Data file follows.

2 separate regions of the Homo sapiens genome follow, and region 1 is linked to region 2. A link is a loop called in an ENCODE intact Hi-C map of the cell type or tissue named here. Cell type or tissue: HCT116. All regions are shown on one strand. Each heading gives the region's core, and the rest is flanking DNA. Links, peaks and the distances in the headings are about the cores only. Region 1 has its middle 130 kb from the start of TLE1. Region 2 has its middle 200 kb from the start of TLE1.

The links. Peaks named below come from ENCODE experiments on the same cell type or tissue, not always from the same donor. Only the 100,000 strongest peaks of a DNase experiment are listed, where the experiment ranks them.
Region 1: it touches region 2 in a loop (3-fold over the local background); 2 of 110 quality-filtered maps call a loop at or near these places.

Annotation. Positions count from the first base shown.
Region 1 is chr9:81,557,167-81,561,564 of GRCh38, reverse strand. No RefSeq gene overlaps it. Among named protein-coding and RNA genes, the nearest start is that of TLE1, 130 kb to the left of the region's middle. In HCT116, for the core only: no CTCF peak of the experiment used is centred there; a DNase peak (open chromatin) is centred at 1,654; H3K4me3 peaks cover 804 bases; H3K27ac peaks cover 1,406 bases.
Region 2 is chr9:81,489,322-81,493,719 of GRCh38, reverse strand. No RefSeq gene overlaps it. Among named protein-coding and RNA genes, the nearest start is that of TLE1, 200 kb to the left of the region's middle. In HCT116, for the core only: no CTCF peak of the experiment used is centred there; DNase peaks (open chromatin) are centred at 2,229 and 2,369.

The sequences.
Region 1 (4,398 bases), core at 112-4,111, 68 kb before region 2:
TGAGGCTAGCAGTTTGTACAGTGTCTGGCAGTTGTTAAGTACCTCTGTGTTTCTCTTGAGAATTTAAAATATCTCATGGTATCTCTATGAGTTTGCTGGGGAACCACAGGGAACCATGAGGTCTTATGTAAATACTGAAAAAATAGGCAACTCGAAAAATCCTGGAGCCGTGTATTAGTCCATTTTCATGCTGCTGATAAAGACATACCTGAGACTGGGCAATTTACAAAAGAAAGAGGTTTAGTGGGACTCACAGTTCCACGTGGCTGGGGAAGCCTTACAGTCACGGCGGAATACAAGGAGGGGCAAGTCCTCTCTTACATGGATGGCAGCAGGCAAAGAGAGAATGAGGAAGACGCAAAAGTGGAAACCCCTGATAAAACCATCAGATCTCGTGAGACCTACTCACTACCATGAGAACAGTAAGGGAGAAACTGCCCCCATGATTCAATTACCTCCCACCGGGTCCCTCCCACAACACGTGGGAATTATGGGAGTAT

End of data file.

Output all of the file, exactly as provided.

2 separate regions of the Homo sapiens genome follow, and region 1 is linked to region 2. A link is a loop called in an ENCODE intact Hi-C map of the cell type or tissue named here. Cell type or tissue: HCT116. All regions are shown on one strand. Each heading gives the region's core, and the rest is flanking DNA. Links, peaks and the distances in the headings are about the cores only. Region 1 has its middle 130 kb from the start of TLE1. Region 2 has its middle 200 kb from the start of TLE1.

The links. Peaks named below come from ENCODE experiments on the same cell type or tissue, not always from the same donor. Only the 100,000 strongest peaks of a DNase experiment are listed, where the experiment ranks them.
Region 1: it touches region 2 in a loop (3-fold over the local background); 2 of 110 quality-filtered maps call a loop at or near these places.

Annotation. Positions count from the first base shown.
Region 1 is chr9:81,557,167-81,561,564 of GRCh38, reverse strand. No RefSeq gene overlaps it. Among named protein-coding and RNA genes, the nearest start is that of TLE1, 130 kb to the left of the region's middle. In HCT116, for the core only: no CTCF peak of the experiment used is centred there; a DNase peak (open chromatin) is centred at 1,654; H3K4me3 peaks cover 804 bases; H3K27ac peaks cover 1,406 bases.
Region 2 is chr9:81,489,322-81,493,719 of GRCh38, reverse strand. No RefSeq gene overlaps it. Among named protein-coding and RNA genes, the nearest start is that of TLE1, 200 kb to the left of the region's middle. In HCT116, for the core only: no CTCF peak of the experiment used is centred there; DNase peaks (open chromatin) are centred at 2,229 and 2,369.

The sequences.
Region 1 (4,398 bases), core at 112-4,111, 68 kb before region 2:
TGAGGCTAGCAGTTTGTACAGTGTCTGGCAGTTGTTAAGTACCTCTGTGTTTCTCTTGAGAATTTAAAATATCTCATGGTATCTCTATGAGTTTGCTGGGGAACCACAGGGAACCATGAGGTCTTATGTAAATACTGAAAAAATAGGCAACTCGAAAAATCCTGGAGCCGTGTATTAGTCCATTTTCATGCTGCTGATAAAGACATACCTGAGACTGGGCAATTTACAAAAGAAAGAGGTTTAGTGGGACTCACAGTTCCACGTGGCTGGGGAAGCCTTACAGTCACGGCGGAATACAAGGAGGGGCAAGTCCTCTCTTACATGGATGGCAGCAGGCAAAGAGAGAATGAGGAAGACGCAAAAGTGGAAACCCCTGATAAAACCATCAGATCTCGTGAGACCTACTCACTACCATGAGAACAGTAAGGGAGAAACTGCCCCCATGATTCAATTACCTCCCACCGGGTCCCTCCCACAACACGTGGGAATTATGGGAGTAT